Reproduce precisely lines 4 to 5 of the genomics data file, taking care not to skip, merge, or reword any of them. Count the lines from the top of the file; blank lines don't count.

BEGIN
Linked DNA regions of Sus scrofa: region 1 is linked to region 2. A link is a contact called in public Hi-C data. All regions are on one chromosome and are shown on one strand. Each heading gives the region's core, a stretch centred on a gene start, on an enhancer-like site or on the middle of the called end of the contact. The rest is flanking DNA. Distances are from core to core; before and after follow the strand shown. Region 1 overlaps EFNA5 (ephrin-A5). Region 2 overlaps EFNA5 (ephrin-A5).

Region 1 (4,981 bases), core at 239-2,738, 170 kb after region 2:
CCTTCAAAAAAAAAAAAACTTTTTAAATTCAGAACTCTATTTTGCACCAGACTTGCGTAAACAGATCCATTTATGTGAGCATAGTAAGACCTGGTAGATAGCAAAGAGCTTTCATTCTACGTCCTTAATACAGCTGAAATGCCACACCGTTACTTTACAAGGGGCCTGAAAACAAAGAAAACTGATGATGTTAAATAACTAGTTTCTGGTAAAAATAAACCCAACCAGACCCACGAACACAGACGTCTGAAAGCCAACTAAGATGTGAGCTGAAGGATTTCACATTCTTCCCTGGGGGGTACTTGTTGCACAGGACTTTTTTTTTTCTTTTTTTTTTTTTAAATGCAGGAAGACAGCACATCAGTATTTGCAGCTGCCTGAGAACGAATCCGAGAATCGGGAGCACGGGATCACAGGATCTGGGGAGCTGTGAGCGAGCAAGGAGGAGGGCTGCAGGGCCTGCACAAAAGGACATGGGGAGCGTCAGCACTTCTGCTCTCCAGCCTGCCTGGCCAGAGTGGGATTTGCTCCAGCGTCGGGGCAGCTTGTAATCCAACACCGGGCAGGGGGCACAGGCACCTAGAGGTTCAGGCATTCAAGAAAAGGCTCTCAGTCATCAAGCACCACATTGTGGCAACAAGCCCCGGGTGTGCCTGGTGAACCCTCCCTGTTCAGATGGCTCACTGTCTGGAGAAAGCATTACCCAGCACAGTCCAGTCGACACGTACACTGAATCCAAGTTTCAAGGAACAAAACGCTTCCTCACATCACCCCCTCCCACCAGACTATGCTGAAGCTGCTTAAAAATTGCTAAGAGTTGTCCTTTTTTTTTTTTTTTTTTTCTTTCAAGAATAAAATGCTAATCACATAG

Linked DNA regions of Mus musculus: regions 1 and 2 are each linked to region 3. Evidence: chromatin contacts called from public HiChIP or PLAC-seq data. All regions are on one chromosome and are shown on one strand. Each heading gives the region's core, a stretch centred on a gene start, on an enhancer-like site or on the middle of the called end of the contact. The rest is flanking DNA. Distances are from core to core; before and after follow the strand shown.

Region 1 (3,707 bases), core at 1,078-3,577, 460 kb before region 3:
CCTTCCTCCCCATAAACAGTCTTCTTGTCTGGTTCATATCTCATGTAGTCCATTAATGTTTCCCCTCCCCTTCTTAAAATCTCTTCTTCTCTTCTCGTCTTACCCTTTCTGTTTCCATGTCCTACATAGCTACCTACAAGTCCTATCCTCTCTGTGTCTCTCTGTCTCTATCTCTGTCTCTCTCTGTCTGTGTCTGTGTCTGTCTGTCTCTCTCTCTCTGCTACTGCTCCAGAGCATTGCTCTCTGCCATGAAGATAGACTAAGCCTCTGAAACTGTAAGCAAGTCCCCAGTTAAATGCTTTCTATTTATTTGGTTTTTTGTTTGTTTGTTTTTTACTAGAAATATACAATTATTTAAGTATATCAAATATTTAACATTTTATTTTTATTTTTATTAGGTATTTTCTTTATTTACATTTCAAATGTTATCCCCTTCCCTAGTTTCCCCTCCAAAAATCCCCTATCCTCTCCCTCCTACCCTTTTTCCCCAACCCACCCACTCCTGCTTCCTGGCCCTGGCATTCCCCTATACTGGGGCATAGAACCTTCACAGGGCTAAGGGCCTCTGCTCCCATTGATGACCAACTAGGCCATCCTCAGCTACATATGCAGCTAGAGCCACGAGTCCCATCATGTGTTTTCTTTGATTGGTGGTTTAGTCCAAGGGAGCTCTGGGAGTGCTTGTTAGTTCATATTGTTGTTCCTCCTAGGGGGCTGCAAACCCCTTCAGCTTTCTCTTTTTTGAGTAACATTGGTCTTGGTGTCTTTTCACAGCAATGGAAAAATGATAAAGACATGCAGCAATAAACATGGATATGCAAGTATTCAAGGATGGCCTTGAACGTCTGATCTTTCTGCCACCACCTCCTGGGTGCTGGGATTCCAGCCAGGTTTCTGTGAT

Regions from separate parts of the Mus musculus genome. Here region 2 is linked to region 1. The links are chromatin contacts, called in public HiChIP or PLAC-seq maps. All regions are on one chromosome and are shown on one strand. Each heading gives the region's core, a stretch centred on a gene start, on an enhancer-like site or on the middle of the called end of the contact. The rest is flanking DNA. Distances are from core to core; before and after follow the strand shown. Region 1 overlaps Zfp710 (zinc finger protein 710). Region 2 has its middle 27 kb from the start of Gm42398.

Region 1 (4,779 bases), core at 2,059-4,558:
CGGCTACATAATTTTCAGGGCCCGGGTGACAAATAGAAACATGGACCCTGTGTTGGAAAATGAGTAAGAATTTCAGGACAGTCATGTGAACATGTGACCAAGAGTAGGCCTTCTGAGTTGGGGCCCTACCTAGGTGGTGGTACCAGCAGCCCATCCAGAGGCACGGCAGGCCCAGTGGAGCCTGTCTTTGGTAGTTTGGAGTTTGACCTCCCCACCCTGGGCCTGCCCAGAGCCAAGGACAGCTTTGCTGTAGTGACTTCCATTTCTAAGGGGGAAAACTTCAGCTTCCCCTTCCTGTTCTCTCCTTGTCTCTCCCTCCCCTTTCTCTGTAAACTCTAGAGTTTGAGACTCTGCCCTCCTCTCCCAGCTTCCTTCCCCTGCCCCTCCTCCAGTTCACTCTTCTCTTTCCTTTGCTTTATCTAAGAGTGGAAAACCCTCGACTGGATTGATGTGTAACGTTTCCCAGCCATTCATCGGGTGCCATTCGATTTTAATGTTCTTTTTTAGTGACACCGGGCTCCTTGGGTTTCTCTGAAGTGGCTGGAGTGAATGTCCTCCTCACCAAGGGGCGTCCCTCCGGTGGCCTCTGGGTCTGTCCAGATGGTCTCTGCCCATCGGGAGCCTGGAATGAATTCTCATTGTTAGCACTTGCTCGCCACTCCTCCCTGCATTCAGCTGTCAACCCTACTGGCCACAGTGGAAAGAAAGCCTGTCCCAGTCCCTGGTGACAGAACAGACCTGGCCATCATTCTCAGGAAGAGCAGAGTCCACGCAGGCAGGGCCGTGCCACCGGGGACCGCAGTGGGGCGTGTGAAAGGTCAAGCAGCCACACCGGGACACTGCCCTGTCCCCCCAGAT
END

Linked DNA regions of Mus musculus: regions 1 and 2 are each linked to region 3. Evidence: chromatin contacts called from public HiChIP or PLAC-seq data. All regions are on one chromosome and are shown on one strand. Each heading gives the region's core, a stretch centred on a gene start, on an enhancer-like site or on the middle of the called end of the contact. The rest is flanking DNA. Distances are from core to core; before and after follow the strand shown.

Region 1 (3,707 bases), core at 1,078-3,577, 460 kb before region 3: